How the Olympics might have played a role in Russia’s election-campaign hacking

Flags of the Olympic Games and Russia displayed side by side during the closing ceremony of the Winter Olympics in Sochi, Russia, on Feb. 23, 2014.
(Andrej Isakovic / AFP/Getty Images)

Did the Olympics play a role in alleged Russian hacking that targeted the U.S. presidential campaign?

The U.S. intelligence report released Friday, which says Russian President Vladimir Putin personally ordered the operation, raises that possibility.

“Putin publicly pointed to the Panama Papers disclosure and the Olympic doping scandal as U.S.-directed efforts to defame Russia, suggesting he sought to use disclosures to discredit the image of the United States and cast it as hypocritical,” the report said.


Intelligence officials allege that Putin both “aspired to help” President-elect Donald Trump in November and to “harm” Trump’s rival, Democratic nominee and former Secretary of State Hillary Clinton, with leaks of pilfered emails and other covert activities.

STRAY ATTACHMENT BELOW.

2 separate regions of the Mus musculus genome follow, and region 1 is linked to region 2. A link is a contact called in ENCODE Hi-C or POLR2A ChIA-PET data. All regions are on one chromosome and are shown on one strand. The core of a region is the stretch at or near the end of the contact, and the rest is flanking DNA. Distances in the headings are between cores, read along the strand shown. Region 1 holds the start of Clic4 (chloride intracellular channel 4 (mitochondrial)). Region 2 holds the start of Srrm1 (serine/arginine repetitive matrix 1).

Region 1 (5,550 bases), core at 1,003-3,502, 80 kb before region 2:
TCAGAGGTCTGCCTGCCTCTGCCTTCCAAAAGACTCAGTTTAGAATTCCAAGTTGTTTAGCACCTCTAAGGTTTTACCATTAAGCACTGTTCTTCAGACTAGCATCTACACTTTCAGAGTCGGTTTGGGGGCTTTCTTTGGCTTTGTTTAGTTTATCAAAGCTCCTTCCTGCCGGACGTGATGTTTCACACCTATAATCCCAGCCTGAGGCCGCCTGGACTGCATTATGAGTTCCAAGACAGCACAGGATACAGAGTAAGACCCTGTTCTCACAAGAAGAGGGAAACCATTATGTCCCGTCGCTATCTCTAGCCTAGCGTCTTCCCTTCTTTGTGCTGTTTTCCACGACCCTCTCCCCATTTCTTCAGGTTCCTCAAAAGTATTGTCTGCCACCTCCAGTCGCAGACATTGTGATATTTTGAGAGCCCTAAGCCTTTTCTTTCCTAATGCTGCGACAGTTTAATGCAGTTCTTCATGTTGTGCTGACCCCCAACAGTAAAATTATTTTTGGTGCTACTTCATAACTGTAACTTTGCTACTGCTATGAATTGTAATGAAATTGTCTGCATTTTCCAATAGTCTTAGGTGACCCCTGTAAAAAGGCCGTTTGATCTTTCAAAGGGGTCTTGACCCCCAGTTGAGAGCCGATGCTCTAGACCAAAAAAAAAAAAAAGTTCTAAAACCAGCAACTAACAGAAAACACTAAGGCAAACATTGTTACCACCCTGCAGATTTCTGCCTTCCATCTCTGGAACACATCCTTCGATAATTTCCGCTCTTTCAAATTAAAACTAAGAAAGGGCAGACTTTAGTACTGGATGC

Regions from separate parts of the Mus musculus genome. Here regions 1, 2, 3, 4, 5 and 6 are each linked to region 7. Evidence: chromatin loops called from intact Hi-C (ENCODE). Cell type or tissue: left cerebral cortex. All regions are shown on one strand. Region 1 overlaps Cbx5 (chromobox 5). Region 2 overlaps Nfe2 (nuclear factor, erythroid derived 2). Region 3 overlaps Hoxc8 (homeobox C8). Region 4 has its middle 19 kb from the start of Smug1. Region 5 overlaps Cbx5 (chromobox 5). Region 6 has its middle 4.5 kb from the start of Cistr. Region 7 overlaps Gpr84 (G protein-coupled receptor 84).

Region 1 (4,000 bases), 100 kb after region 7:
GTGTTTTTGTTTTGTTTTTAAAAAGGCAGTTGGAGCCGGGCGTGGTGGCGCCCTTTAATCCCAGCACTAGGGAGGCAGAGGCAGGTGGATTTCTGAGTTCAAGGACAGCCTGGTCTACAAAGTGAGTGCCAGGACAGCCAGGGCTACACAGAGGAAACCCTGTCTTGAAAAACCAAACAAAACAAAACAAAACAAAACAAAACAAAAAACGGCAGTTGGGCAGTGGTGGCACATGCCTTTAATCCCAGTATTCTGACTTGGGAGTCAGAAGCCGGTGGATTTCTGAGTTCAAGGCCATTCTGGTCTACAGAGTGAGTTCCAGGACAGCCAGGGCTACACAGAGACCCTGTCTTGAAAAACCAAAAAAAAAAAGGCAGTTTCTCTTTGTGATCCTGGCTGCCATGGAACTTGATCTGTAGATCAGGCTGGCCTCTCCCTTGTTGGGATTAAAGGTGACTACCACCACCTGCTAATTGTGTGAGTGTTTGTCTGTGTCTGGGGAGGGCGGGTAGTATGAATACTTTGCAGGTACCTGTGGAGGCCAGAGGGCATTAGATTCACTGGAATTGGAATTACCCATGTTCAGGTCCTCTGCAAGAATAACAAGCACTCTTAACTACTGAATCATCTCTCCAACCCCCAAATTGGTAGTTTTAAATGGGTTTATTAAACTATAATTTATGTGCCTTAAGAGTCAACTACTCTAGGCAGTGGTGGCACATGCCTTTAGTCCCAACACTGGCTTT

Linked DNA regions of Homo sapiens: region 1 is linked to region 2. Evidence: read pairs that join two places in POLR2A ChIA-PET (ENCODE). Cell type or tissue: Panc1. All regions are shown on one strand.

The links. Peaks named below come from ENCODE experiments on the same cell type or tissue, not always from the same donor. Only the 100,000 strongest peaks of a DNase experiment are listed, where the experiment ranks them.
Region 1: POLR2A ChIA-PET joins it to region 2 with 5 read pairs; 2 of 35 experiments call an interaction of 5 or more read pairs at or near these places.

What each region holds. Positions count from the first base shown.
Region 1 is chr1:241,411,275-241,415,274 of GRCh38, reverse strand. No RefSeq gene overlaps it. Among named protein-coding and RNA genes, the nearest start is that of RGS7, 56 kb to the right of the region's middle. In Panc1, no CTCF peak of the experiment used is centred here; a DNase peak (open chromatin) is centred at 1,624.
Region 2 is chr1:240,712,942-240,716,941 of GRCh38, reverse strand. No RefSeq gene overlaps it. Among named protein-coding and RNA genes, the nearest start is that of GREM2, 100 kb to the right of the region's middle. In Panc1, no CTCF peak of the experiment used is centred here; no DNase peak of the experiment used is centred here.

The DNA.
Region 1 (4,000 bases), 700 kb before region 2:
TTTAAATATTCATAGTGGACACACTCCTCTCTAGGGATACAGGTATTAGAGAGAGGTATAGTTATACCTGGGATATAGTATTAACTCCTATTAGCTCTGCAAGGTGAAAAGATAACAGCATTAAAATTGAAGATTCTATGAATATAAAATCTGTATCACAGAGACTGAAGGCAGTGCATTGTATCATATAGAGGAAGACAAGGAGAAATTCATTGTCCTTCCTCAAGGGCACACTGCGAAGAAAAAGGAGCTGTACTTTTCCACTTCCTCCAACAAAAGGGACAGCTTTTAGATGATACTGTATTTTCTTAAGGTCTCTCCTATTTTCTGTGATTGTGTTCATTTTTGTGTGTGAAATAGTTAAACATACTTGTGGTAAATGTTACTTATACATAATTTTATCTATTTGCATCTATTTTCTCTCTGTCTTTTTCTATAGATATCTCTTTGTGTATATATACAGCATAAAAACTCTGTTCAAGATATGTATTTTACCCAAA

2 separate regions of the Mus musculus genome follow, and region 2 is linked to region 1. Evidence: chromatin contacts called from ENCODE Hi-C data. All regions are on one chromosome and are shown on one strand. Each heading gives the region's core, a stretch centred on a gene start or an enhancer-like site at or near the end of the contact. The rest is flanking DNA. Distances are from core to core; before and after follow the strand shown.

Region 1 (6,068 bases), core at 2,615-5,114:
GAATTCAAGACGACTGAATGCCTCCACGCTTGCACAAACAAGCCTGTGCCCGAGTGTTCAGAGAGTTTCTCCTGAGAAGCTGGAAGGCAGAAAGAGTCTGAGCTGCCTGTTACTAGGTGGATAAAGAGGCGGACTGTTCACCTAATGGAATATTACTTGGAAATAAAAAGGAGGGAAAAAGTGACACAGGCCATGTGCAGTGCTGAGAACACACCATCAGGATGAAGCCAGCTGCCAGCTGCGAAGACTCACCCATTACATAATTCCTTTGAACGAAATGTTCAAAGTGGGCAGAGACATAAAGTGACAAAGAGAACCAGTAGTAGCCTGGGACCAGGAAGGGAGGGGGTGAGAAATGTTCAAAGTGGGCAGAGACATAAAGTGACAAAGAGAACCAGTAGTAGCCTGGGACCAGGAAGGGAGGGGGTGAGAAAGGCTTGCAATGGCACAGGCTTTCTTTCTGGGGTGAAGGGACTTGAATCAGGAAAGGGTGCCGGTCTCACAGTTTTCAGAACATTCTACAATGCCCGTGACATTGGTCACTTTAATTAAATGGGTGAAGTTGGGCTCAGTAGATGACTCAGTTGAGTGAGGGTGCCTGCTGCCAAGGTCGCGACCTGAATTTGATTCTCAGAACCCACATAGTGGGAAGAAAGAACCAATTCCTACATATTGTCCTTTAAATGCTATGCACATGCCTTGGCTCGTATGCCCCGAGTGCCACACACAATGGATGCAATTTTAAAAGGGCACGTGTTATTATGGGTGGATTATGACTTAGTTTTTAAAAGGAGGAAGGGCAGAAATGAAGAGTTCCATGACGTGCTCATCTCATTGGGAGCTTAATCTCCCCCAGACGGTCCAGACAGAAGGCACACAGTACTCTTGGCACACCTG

Over the last year, the World Anti-Doping Agency has presented evidence that Russian athletes, coaches and government officials have been involved in systemic cheating. Reporting by the New York Times and “60 Minutes” chronicled many of the allegations.

The Russians have been banned from competing in some international events and a large portion of their national team was barred from the 2016 Summer Olympics in Rio de Janeiro.

WADA has also been hacked, with information about U.S. athletes leaked to the public.

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